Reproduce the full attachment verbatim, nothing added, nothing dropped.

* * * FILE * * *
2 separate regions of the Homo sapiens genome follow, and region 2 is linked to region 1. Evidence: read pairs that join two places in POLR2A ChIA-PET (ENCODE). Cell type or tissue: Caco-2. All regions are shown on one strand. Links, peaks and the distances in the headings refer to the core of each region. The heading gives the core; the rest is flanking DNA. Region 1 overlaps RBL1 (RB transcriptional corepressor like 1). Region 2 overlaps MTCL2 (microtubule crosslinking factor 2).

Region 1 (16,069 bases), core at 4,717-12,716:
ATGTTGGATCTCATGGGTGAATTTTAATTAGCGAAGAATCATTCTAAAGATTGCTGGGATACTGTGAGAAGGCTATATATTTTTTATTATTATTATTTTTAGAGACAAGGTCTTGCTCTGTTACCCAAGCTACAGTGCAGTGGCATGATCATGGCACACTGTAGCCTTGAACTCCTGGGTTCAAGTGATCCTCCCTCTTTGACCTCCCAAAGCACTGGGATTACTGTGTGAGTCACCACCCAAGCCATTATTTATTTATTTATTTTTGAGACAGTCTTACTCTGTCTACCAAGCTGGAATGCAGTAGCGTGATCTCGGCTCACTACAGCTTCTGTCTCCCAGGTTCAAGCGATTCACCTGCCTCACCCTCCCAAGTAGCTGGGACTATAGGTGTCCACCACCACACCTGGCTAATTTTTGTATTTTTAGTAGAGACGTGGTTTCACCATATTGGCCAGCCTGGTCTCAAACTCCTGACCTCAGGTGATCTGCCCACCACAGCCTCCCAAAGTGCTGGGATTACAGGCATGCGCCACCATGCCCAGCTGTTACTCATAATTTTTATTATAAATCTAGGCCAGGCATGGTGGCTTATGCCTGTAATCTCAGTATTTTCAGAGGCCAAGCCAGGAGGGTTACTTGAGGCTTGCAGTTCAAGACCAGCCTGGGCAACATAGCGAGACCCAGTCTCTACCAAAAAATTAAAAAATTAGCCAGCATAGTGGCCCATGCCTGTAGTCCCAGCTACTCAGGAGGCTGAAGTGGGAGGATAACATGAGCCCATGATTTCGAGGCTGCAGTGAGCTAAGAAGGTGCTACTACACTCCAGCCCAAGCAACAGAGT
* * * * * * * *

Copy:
2 separate regions of the Homo sapiens genome follow, and region 2 is linked to region 1. Evidence: read pairs that join two places in POLR2A ChIA-PET (ENCODE). Cell type or tissue: Caco-2. All regions are shown on one strand. Links, peaks and the distances in the headings refer to the core of each region. The heading gives the core; the rest is flanking DNA. Region 1 overlaps RBL1 (RB transcriptional corepressor like 1). Region 2 overlaps MTCL2 (microtubule crosslinking factor 2).

Region 1 (16,069 bases), core at 4,717-12,716:
ATGTTGGATCTCATGGGTGAATTTTAATTAGCGAAGAATCATTCTAAAGATTGCTGGGATACTGTGAGAAGGCTATATATTTTTTATTATTATTATTTTTAGAGACAAGGTCTTGCTCTGTTACCCAAGCTACAGTGCAGTGGCATGATCATGGCACACTGTAGCCTTGAACTCCTGGGTTCAAGTGATCCTCCCTCTTTGACCTCCCAAAGCACTGGGATTACTGTGTGAGTCACCACCCAAGCCATTATTTATTTATTTATTTTTGAGACAGTCTTACTCTGTCTACCAAGCTGGAATGCAGTAGCGTGATCTCGGCTCACTACAGCTTCTGTCTCCCAGGTTCAAGCGATTCACCTGCCTCACCCTCCCAAGTAGCTGGGACTATAGGTGTCCACCACCACACCTGGCTAATTTTTGTATTTTTAGTAGAGACGTGGTTTCACCATATTGGCCAGCCTGGTCTCAAACTCCTGACCTCAGGTGATCTGCCCACCACAGCCTCCCAAAGTGCTGGGATTACAGGCATGCGCCACCATGCCCAGCTGTTACTCATAATTTTTATTATAAATCTAGGCCAGGCATGGTGGCTTATGCCTGTAATCTCAGTATTTTCAGAGGCCAAGCCAGGAGGGTTACTTGAGGCTTGCAGTTCAAGACCAGCCTGGGCAACATAGCGAGACCCAGTCTCTACCAAAAAATTAAAAAATTAGCCAGCATAGTGGCCCATGCCTGTAGTCCCAGCTACTCAGGAGGCTGAAGTGGGAGGATAACATGAGCCCATGATTTCGAGGCTGCAGTGAGCTAAGAAGGTGCTACTACACTCCAGCCCAAGCAACAGAGT